Staunton, December 30 – The year ahead marks the 30th anniversary of the collapse of communism and the disintegration of the USSR, developments that many at the time hoped would allow Russia to emerge as a free and democratic state. Those hopes have been quashed by developments over the three intervening decades.
Many of those hopes were inspired by the belief that the problems Russia had to overcome were those of the Soviet system and that, having ceased to be communists, Russians could easily become democrats. One who even then saw that was not the case was Igor Klyamkin, the current president of the Liberal Mission Foundation.
In 1987, four years before the end of the Soviet Union, he published his seminal article, “What Street Leads to the Church?” (liberal.ru/sovet_fonda/kakaya-ulica-vedet-k-hramu) in which he argued that Russia’s problem was not limited to Stalinism or Sovietism but very much part of the Russian historian tradition.
Now, in an interview he has given to Daniil Kotsyubinsky of Novaya gazeta, Klyamkin explains why instead of leading to the church” of Western democracy, Russia has moved along a street that ends with Vladimir Putin (novayagazeta.ru/articles/2020/12/30/88576-pochemu-rossiyskaya-ulitsa-vmesto-hrama-privela-k-putinu).
Klyamkin recalls that his suggestion that there is a strong authoritarian tradition was read at the time as a defense of Stalinism because his argument implied that the Soviet dictator was only following that tradition rather than being responsible for its hyperbolic forms. But inevitability and responsibility are different issues, he says.
When he wrote his article, the commentator/activist says, he was certain that “neither the liberalization of the communist system nor its gradual dosing of democracy could open the prospects for the transformation of the command and planned economy into a market one.” And indeed that did not happen except by zig zags that have restored much of what went before.
Klyamkin says that Mikhail Gorbachev found himself caught in the contradiction between his proclivity for using authoritarian means and the non-authoritarian system he believed he needed to create. As a result, he too moved in zig zag fashion, now tilting one way not another but not breaking entirely with the past.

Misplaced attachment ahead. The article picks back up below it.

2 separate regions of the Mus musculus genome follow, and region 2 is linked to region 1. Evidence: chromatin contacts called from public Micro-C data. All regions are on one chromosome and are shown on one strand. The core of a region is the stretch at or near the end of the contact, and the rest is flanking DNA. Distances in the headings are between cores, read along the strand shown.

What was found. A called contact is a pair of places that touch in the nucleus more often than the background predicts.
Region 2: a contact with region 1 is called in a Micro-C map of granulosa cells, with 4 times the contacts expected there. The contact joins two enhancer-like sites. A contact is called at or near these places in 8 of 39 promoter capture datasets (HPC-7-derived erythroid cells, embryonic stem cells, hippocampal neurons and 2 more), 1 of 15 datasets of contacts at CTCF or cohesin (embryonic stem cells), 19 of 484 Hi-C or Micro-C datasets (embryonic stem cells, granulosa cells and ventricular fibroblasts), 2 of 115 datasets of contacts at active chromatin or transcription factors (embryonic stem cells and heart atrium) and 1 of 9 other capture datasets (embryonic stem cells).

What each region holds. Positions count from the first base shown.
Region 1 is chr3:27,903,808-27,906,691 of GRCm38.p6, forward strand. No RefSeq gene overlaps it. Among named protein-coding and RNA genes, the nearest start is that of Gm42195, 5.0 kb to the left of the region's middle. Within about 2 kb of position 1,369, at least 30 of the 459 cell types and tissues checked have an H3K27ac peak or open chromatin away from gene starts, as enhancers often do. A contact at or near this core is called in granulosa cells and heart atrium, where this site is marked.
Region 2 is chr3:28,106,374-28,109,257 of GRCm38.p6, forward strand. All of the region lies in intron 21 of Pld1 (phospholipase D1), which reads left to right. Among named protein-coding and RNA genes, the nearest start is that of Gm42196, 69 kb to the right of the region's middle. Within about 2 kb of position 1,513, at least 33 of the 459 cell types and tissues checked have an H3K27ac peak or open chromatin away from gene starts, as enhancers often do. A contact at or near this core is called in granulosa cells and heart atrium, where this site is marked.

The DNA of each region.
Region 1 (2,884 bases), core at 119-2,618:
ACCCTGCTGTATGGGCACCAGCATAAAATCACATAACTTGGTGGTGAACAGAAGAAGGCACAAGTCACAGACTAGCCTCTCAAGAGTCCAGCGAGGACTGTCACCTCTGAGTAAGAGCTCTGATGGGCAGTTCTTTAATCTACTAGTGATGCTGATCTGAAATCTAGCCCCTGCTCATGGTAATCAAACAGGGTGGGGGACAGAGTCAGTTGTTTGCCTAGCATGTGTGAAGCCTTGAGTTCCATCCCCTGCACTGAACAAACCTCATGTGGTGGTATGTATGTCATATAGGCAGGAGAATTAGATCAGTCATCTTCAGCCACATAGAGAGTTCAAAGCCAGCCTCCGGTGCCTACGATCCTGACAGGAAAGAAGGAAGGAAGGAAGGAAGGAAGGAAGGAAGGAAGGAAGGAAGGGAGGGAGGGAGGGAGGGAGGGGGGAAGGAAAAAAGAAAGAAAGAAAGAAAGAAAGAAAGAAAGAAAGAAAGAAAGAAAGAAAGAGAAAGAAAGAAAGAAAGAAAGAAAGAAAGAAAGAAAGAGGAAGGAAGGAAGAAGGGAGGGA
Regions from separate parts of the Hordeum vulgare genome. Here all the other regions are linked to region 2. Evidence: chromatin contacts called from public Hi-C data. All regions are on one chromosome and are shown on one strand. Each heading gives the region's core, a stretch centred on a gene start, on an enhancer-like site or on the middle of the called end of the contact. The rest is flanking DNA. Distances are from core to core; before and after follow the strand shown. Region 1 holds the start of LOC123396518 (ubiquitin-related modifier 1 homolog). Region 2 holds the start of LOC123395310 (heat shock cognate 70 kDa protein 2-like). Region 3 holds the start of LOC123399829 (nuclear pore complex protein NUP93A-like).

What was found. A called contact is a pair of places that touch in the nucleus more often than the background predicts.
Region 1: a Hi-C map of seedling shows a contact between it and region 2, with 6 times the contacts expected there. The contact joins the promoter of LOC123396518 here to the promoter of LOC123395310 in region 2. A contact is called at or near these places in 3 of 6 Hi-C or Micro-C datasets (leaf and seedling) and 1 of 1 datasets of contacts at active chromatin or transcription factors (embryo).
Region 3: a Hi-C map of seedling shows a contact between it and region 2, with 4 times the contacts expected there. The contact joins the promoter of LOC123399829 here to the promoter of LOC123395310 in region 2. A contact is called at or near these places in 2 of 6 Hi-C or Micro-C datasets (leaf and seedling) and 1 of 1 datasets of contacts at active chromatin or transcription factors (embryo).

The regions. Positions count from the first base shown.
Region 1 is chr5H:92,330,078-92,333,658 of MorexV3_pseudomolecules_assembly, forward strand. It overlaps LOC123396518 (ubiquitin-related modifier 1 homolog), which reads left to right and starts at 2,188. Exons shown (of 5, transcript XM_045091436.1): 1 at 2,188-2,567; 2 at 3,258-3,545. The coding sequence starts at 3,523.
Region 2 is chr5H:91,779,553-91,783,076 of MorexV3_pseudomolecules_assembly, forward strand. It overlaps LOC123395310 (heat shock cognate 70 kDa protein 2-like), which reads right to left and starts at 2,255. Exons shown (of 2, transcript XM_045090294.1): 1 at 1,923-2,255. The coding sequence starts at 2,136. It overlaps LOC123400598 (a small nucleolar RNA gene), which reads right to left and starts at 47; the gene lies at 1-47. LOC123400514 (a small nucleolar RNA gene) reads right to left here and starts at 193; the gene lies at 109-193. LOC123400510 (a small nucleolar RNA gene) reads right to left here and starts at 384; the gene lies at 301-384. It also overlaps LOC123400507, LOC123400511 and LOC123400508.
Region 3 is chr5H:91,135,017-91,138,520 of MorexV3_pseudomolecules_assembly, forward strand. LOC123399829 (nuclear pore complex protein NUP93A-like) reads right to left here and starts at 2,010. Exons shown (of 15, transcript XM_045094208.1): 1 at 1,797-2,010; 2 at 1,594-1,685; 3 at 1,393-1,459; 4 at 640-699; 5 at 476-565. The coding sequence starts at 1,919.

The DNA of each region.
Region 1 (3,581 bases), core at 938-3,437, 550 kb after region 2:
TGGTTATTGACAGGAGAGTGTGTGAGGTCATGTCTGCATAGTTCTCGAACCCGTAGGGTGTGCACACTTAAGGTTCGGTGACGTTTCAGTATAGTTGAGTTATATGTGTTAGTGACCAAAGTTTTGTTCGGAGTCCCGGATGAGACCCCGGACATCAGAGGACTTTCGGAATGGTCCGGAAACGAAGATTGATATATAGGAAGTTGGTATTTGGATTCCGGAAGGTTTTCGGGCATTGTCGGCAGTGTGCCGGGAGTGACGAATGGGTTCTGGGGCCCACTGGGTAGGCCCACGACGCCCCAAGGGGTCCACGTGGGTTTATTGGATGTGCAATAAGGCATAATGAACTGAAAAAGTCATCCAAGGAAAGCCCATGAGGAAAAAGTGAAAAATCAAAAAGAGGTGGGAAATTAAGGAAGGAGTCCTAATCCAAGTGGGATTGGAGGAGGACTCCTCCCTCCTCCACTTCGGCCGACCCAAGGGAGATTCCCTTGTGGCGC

According to the Liberal Mission Foundation, “the decisive contribution to the process of the renewal” of authoritarianism was made not be Gorbachev or even by Vladimir Putin. Instead, it was made by Boris Yeltsin, who recognized that Russia could be authoritarian only in more restricted borders and if it used democratic forms to promote authoritarian ends.
That is what he did between 1991 and 1993, Klyamkin says. Yeltsin moved selectively but he put in place the model that Putin has followed, extending authoritarianism from one sector to another. The current Kremlin leader was able to do that because of his role in touching off the second post-Soviet Chechen war, something that gave him legitimacy in the eyes of many as the head of a new imperial state.
Putin has put in place “a new form” of classical Russian autocracy, “one different from its tsarist and soviet” predecessors. It is eclectic in its combination of autocracy with liberal democratic attributes, uses constitutions and laws for anti-constitutional and anti-legal ends, and thus puts in place “a falsified version of a legal state.”
That does not end the Russian authoritarian tradition. Instead, it has allowed it to survive into a new century. But the forms themselves, however much their content has been gutted by the Kremlin leader, provide the basis for some hope that Russians will begin to invest them with the meaning they should have but that Putin rejects.
If that occurs, then Russian history can change, not easily or with certainty or without the opposition of those who would lose power if it does; and if those changes happen, then a new road will open, one that could lead not to another despot but to liberal democracy as a system and not just the power of liberals who then betray what many say they stand for.